3. Pam Ludowici, interview by author, Cooranbong, New South Wales, September 2, 2017.

  4. “Life sketch of Luise Elizabeth Vetter.”

  5. Luise Elizabeth Vetter Worker’s Biographical Record, South Pacific Division of the General Conference Archives, folder: “Vetter, Luise Elizabeth,” document: “Worker’s Biographical Record.”

  6. “Life sketch of Luise Elizabeth Vetter.”

  7. Ibid.

  8. Ibid.

  9. Ibid.

  10. A. W. Anderson, “A Very Profitable Day,” Australasian Record, September 22, 1924, 3.

  11. Pam Ludowici, interview by author.

  12. “Australasian Union Conference,” Seventh-day Adventist Yearbook (Washington, D.C.: Review and Herald Publishing Association, 1929), 240.

  13. “Union Conference Proceedings,” Australasian Record, October 18, 1926, 34.

  14. Luise Elizabeth Vetter Service Record, South Pacific Division of the General Conference Archives, Folder: “Vetter, Miss L. E.” Document: “Personal Service Record.”

  15. “Life sketch of Luise Elizabeth Vetter.”

  16. Luise Elizabeth Vetter Service Record.

  17. “Accompanied by her mother...,” Australasian Record, February 3, 1947, 8.

  18. John Cox, interview by author, Cooranbong, New South Wales, August 24, 2017.

  19. Pam Ludowici, interview by author.

  20. John Cox, interview by author.

  21. Allan Russell Juriansz, Colonial Mixed Blood: A Story of the Burghers of Sri Lanka, (Bloomington, IN: iUniverse LLC, 2013).

  22. “Faculty,” Australasian Missionary College Calendar, Cooranbong, New South Wales, 1952, 5.

  23. “Standing Committees,” Australasian Missionary College Calendar, Cooranbong, New South Wales, 1952, 6.

  24. John Cox, interview by author.

  25. Allan Juriansz, email message to author, October 11, 2017.

  26. John Cox, interview by author.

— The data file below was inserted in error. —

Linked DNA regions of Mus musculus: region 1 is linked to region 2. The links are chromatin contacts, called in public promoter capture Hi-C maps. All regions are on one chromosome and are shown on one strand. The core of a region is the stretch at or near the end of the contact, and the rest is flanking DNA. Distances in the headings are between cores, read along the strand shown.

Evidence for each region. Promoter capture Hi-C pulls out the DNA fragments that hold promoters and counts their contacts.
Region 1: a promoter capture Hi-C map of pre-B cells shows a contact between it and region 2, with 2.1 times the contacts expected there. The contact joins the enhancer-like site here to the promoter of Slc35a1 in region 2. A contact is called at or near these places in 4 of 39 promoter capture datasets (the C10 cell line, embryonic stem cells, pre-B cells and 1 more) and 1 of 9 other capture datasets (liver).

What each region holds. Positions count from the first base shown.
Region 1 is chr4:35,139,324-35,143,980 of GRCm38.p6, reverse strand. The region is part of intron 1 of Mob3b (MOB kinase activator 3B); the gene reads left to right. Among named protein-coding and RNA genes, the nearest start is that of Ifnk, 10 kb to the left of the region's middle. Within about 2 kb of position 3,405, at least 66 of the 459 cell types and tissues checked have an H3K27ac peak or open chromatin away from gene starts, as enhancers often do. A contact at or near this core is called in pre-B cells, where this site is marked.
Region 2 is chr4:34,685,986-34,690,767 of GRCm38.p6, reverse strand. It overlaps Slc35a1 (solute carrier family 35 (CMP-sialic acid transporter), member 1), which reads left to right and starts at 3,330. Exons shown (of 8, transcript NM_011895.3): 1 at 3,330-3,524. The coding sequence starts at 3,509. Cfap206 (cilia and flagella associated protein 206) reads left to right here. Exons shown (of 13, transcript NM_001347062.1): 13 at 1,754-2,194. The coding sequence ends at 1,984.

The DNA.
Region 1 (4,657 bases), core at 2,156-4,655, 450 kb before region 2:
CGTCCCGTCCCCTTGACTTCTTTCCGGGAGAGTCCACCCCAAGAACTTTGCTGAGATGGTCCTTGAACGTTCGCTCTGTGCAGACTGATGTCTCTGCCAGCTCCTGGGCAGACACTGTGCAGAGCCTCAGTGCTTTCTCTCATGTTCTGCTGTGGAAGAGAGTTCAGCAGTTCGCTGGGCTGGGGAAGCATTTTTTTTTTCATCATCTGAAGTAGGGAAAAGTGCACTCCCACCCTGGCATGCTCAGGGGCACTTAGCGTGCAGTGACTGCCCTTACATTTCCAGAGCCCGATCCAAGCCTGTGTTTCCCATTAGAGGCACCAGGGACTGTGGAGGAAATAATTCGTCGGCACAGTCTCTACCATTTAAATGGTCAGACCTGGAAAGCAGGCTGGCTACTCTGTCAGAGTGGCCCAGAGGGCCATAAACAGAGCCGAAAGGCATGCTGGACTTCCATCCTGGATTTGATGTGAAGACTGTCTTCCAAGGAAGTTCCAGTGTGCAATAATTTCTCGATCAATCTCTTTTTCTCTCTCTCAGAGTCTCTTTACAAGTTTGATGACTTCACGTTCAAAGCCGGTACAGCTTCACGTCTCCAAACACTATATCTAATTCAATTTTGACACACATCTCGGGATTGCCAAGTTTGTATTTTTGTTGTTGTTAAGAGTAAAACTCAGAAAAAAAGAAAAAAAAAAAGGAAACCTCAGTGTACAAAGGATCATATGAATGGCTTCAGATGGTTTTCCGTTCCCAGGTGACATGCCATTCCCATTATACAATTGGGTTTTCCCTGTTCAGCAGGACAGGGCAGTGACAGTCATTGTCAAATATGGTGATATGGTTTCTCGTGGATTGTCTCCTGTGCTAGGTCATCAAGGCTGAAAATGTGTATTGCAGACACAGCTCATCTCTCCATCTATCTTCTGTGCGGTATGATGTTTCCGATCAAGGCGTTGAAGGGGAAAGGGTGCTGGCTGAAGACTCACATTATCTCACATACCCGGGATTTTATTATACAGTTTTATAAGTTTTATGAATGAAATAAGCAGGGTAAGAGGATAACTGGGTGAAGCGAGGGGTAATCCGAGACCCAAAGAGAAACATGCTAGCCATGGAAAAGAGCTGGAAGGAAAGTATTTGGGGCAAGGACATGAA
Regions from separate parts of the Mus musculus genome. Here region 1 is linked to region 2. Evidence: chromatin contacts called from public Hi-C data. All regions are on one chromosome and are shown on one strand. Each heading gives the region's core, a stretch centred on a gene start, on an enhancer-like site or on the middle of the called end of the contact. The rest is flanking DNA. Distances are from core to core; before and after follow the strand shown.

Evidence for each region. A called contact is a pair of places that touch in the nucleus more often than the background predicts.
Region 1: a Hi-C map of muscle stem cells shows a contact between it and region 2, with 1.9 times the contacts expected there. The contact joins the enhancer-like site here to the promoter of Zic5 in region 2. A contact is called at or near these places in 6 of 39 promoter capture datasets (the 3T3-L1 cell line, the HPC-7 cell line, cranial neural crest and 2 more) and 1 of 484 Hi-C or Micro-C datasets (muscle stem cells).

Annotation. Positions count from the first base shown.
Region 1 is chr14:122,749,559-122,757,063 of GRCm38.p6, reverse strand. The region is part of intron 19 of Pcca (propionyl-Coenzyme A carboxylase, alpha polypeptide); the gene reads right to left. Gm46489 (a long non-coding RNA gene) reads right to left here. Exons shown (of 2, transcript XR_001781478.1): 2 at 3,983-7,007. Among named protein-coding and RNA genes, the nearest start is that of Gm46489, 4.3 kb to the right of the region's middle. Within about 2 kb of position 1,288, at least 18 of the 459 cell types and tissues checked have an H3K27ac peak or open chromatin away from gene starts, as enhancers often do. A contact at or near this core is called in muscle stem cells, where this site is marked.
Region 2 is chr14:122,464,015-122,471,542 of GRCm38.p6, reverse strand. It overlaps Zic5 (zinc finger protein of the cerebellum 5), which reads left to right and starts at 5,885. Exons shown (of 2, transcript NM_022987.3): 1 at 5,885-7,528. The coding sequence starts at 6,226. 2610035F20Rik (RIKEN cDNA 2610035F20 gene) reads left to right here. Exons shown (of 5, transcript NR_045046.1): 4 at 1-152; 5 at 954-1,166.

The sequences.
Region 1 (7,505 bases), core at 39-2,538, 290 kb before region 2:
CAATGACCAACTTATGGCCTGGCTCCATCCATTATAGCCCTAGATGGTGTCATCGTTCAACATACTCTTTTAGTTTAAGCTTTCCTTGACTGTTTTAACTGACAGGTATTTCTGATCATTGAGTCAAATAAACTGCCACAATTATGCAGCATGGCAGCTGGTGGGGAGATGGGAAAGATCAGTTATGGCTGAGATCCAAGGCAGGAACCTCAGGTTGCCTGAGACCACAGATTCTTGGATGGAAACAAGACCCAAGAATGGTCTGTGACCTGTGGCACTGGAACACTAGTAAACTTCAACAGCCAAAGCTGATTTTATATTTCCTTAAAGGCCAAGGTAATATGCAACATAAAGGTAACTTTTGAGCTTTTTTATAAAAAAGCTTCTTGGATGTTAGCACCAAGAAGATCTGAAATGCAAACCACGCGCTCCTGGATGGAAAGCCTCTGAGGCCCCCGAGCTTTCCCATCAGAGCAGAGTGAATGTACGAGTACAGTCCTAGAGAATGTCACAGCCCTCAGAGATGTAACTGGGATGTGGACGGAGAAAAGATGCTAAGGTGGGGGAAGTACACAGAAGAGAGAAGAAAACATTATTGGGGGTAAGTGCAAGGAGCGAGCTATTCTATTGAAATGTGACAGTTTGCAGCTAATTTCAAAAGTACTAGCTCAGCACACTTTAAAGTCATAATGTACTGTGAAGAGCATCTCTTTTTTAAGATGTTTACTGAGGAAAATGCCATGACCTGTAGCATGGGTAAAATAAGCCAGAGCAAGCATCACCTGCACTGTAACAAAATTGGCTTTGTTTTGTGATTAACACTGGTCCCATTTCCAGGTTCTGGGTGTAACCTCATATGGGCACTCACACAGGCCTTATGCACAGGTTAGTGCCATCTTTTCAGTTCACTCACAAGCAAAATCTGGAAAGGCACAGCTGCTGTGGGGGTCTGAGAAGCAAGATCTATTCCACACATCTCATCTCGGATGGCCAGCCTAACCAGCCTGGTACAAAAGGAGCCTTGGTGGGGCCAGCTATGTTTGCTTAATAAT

27. Peter Vetter, interview by author, Cooranbong, New South Wales, July 21, 2017; Adrian Craig, interview by author, Cooranbong, New South Wales, October 31, 2017.

  28. Peter Vetter, interview by author, Cooranbong, New South Wales, July 21, 2017.

  29. Pam Ludowici, interview by author.

  30. “Travelling by the R. M. S...,” Australasian Record, June 19, 1950, 8.

  31. “Abroad with Matron.” Avondale Forum, 1951, np.

  32. “Honour to whom honour...,” Australasian Record and Advent World Survey, November 30, 1959, 12.

  33. Gilmore, Laurence, “Comings and Goings,” Australasian Record and Advent World Survey, April 14, 1969, 8.

  34. Pam Ludowici, interview by author.

  35. Ibid.

  36. Allan Juriansz, email message to author, October 11, 2017.

  37. Pam Ludowici, interview by author.

  38. Arthur Patrick, Tom Ludowici, Pam Ludowici, “Luise Elizabeth Vetter obituary,” Record, October 9, 1999, 15.

  39. Dunstan, Lee, “Lecture: Avondale and Its Impact,” Record [South Pacific Division], September 20, 1997, 12.

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Morton, Lindsay. "Vetter, Luise Elizabeth (1900–1999)." Encyclopedia of Seventh-day Adventists. January 09, 2021. Accessed May 12, 2021. https://encyclopedia.adventist.org/article?id=B876.

Morton, Lindsay. "Vetter, Luise Elizabeth (1900–1999)." Encyclopedia of Seventh-day Adventists. January 09, 2021. Date of access May 12, 2021, https://encyclopedia.adventist.org/article?id=B876.

Morton, Lindsay (2021, January 09). Vetter, Luise Elizabeth (1900–1999). Encyclopedia of Seventh-day Adventists. Retrieved May 12, 2021, https://encyclopedia.adventist.org/article?id=B876.